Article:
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Frequently asked questions about 3 of the most common knee conditions

Frequently asked questions about three of the most common knee conditions

The knee is the largest and one of the most complex joints in the body. It primarily joins the thighbone (femur) to the shinbone (tibia), but also includes the kneecap (patella) and fibula in the lower leg. These bones and the muscles that surround them are connected through a series of ligaments, tendons, and cartilage (menisci) which collectively stabilize the knee and allow it to bend, twist, and rotate.

The knee also acts as a shock absorber that takes on many of the forces from the upper body to the lower body, while allowing the leg to bend back and forth with minimal side–to–side motion.

The knee's design makes it extremely durable and capable of withstanding significant loads during everyday activities and physical performance, but like every other body part, it has limits. When the knee is pushed too far–either through a traumatic injury or from gradual, sustained damage over time–it can result in a number of painful conditions.

Knee pain ranks behind just back pain as the second most common condition affecting the muscles and bones, and it's the single greatest cause of disability in individuals who are 65 and older.

There are numerous conditions that can cause knee pain, and below, we answer some frequently asked questions about three of the most common knee–related conditions:

Patellofemoral Pain

Q: What causes patellofemoral pain?

A: Patellofemoral pain syndrome, or runner's knee, is an umbrella term for any type of pain involving the patellofemoral joint (which is the joint between the kneecap [the patella] and the femur) or the area directly surrounding it. It accounts for about 20–25% of all reported knee pain and most commonly affects adolescents and young adults.

Runner's knee is an overuse injury that typically develops when the knee is overworked from excessive or repetitive movements, especially when athletes suddenly increase their activity levels. Excessive friction and stress on the patellofemoral joint and surrounding soft tissues can lead to irritation and inflammation within the joint. Poor joint alignment and weak thigh muscles may also contribute.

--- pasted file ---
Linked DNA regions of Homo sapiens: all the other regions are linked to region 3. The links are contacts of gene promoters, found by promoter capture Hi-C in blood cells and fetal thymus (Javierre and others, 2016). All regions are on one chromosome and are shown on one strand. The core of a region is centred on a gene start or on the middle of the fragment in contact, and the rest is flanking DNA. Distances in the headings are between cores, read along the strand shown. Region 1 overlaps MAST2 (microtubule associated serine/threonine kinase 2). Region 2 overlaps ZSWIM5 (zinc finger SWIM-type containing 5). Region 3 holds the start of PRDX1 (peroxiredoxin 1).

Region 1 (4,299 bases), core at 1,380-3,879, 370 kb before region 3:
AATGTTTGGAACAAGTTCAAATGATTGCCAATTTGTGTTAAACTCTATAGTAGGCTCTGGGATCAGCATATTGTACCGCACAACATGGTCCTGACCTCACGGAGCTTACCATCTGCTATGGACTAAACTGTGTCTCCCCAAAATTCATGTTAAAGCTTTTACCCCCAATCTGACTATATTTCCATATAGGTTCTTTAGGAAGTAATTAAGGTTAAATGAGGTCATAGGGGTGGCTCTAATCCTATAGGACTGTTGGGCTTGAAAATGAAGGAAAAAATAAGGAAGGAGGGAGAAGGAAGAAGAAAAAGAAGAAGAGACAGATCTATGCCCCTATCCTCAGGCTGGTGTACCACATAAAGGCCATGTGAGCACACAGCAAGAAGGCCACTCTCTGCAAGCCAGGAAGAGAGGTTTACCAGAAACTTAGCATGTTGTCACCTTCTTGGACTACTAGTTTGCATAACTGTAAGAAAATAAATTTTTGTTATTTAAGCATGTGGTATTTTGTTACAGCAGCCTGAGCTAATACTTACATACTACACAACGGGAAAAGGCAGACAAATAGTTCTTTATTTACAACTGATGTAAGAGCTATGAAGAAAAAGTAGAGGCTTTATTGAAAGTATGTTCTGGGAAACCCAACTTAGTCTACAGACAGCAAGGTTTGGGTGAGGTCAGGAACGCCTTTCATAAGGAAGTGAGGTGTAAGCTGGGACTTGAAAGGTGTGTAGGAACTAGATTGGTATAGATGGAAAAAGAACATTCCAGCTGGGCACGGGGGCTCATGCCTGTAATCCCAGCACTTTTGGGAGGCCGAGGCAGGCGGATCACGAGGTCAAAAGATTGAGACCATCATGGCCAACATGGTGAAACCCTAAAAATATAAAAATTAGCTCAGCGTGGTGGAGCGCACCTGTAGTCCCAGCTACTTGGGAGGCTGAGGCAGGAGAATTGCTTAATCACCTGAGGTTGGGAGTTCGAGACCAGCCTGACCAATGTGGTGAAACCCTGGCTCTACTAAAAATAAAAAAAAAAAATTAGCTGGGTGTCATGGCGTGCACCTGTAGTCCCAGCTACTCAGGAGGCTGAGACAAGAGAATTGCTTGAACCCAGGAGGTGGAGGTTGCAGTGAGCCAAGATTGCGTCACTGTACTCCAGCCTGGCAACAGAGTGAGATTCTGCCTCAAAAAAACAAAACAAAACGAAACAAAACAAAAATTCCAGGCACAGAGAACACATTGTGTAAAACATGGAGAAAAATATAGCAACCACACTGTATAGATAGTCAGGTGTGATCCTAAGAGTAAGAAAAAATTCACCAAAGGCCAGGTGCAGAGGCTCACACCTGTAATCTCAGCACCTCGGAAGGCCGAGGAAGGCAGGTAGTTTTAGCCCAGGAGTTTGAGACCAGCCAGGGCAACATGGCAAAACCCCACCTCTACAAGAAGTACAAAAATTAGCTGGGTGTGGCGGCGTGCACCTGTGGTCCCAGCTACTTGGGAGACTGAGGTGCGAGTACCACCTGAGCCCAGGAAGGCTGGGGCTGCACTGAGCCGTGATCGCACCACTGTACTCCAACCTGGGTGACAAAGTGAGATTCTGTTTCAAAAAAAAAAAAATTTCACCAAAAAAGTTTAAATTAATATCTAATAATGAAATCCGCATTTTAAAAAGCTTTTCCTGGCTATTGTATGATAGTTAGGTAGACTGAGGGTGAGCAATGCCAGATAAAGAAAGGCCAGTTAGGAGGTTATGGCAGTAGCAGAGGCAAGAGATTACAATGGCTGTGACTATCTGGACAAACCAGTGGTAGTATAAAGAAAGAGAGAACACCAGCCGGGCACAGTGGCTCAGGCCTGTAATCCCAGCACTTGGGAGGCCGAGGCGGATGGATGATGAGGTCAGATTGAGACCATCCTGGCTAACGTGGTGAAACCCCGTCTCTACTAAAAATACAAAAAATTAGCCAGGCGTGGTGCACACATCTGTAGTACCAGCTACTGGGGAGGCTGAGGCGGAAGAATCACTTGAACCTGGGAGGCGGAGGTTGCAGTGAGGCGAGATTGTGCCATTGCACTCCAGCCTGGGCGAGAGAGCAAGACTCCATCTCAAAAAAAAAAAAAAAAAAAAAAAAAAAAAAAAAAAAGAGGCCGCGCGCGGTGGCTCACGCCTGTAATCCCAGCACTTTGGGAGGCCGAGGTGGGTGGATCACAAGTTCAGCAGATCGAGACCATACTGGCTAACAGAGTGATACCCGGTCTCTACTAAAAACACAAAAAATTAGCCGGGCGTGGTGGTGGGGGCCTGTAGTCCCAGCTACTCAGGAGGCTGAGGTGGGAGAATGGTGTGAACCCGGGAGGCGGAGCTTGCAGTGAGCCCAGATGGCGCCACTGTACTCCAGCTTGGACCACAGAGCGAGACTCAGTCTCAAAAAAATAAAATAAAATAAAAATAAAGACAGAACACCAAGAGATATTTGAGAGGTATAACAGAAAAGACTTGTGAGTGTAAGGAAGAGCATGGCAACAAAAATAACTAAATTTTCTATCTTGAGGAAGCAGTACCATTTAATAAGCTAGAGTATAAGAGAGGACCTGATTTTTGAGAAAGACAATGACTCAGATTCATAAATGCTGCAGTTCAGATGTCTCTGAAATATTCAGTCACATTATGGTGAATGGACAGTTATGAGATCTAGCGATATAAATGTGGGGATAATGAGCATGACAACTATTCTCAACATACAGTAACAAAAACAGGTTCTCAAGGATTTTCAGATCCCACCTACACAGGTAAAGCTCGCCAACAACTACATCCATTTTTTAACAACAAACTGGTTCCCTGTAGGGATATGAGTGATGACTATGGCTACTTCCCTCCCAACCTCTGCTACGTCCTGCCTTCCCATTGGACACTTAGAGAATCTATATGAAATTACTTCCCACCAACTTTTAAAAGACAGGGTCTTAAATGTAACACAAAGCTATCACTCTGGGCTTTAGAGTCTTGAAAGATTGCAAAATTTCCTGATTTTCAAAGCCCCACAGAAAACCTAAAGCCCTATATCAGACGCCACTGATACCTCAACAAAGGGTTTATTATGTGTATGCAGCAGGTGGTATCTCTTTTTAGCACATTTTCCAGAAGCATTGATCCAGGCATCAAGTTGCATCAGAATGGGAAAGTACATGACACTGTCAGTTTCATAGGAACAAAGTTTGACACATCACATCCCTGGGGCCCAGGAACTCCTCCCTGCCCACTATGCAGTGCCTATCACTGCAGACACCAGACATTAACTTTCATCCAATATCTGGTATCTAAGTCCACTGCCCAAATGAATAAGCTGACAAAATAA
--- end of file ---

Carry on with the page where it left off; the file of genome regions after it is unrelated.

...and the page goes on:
Q: Where does it usually hurt?

A: The most common symptom of runner's knee is pain around the front of the knee or along the edges of the patella, which frequently occurs when walking up or down stairs or hills, after long periods of activity or sitting, or after standing or walking on uneven surfaces.

Q: How can a physical therapist help?

A: Patients with patellofemoral pain may benefit from physical therapy, which is a natural, noninvasive intervention derived from a thorough evaluation of the knee and the joints above and below. Physical therapists treating runner's knee will design a program that typically includes education about the condition, stretching and strengthening exercises–with a strong focus on the hip muscles, the quadriceps, and the hamstring muscles of the thigh–sport–specific training for athletes, and possibly the use of taping or bracing and/or a foot orthotic device to help maintain the knee in an ideal position during movement.
Meniscus Tears

Q: What causes a meniscus tear?

A: The meniscus is a tough, rubbery, C–shaped piece of cartilage that rests between the tibia and femur in the knee. Each knee has two menisci (plural of meniscus), with one on the inner and one on the outer side of the knee, and both absorb shock and stabilize the knee. Meniscus tears most commonly occur from twisting or turning too quickly on a bent knee, often when the foot is planted on the ground. But older adults can experience degenerative meniscus tears, in which the meniscus has weakened and worn thin over time, and can then tear from minor trauma.

Q: How can a physical therapist help?